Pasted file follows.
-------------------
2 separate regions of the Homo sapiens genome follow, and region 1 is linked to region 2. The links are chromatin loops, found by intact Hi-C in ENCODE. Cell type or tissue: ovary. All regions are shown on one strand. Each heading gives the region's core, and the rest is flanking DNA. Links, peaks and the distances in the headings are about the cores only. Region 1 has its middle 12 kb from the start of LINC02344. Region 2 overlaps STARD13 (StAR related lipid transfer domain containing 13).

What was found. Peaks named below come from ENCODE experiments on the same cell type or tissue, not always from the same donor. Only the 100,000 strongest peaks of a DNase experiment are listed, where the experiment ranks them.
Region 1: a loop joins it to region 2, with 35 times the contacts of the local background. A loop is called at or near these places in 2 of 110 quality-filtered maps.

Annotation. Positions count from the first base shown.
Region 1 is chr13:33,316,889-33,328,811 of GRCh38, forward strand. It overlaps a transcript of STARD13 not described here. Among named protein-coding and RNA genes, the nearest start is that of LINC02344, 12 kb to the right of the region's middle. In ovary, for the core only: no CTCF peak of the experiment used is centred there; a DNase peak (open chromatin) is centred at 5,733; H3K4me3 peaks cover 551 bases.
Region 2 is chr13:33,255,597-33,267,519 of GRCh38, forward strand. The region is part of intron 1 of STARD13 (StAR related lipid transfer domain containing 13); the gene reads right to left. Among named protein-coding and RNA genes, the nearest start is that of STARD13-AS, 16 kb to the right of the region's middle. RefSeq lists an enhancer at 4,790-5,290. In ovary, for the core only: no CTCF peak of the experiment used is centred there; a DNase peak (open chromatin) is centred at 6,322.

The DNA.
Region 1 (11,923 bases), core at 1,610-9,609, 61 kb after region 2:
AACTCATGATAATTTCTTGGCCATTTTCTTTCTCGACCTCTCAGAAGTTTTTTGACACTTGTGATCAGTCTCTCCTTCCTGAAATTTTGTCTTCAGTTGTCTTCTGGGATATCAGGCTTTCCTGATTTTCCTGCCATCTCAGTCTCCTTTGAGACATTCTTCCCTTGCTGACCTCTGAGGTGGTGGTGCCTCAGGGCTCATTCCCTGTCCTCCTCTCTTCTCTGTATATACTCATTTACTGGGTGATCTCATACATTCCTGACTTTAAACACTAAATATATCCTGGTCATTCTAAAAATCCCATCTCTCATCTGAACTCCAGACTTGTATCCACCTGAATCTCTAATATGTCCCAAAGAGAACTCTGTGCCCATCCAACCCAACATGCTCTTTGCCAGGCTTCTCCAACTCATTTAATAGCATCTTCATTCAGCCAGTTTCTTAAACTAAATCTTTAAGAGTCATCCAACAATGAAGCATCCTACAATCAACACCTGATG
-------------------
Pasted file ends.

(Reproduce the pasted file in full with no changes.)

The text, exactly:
2 separate regions of the Homo sapiens genome follow, and region 1 is linked to region 2. The links are chromatin loops, found by intact Hi-C in ENCODE. Cell type or tissue: ovary. All regions are shown on one strand. Each heading gives the region's core, and the rest is flanking DNA. Links, peaks and the distances in the headings are about the cores only. Region 1 has its middle 12 kb from the start of LINC02344. Region 2 overlaps STARD13 (StAR related lipid transfer domain containing 13).

What was found. Peaks named below come from ENCODE experiments on the same cell type or tissue, not always from the same donor. Only the 100,000 strongest peaks of a DNase experiment are listed, where the experiment ranks them.
Region 1: a loop joins it to region 2, with 35 times the contacts of the local background. A loop is called at or near these places in 2 of 110 quality-filtered maps.

Annotation. Positions count from the first base shown.
Region 1 is chr13:33,316,889-33,328,811 of GRCh38, forward strand. It overlaps a transcript of STARD13 not described here. Among named protein-coding and RNA genes, the nearest start is that of LINC02344, 12 kb to the right of the region's middle. In ovary, for the core only: no CTCF peak of the experiment used is centred there; a DNase peak (open chromatin) is centred at 5,733; H3K4me3 peaks cover 551 bases.
Region 2 is chr13:33,255,597-33,267,519 of GRCh38, forward strand. The region is part of intron 1 of STARD13 (StAR related lipid transfer domain containing 13); the gene reads right to left. Among named protein-coding and RNA genes, the nearest start is that of STARD13-AS, 16 kb to the right of the region's middle. RefSeq lists an enhancer at 4,790-5,290. In ovary, for the core only: no CTCF peak of the experiment used is centred there; a DNase peak (open chromatin) is centred at 6,322.

The DNA.
Region 1 (11,923 bases), core at 1,610-9,609, 61 kb after region 2:
AACTCATGATAATTTCTTGGCCATTTTCTTTCTCGACCTCTCAGAAGTTTTTTGACACTTGTGATCAGTCTCTCCTTCCTGAAATTTTGTCTTCAGTTGTCTTCTGGGATATCAGGCTTTCCTGATTTTCCTGCCATCTCAGTCTCCTTTGAGACATTCTTCCCTTGCTGACCTCTGAGGTGGTGGTGCCTCAGGGCTCATTCCCTGTCCTCCTCTCTTCTCTGTATATACTCATTTACTGGGTGATCTCATACATTCCTGACTTTAAACACTAAATATATCCTGGTCATTCTAAAAATCCCATCTCTCATCTGAACTCCAGACTTGTATCCACCTGAATCTCTAATATGTCCCAAAGAGAACTCTGTGCCCATCCAACCCAACATGCTCTTTGCCAGGCTTCTCCAACTCATTTAATAGCATCTTCATTCAGCCAGTTTCTTAAACTAAATCTTTAAGAGTCATCCAACAATGAAGCATCCTACAATCAACACCTGATG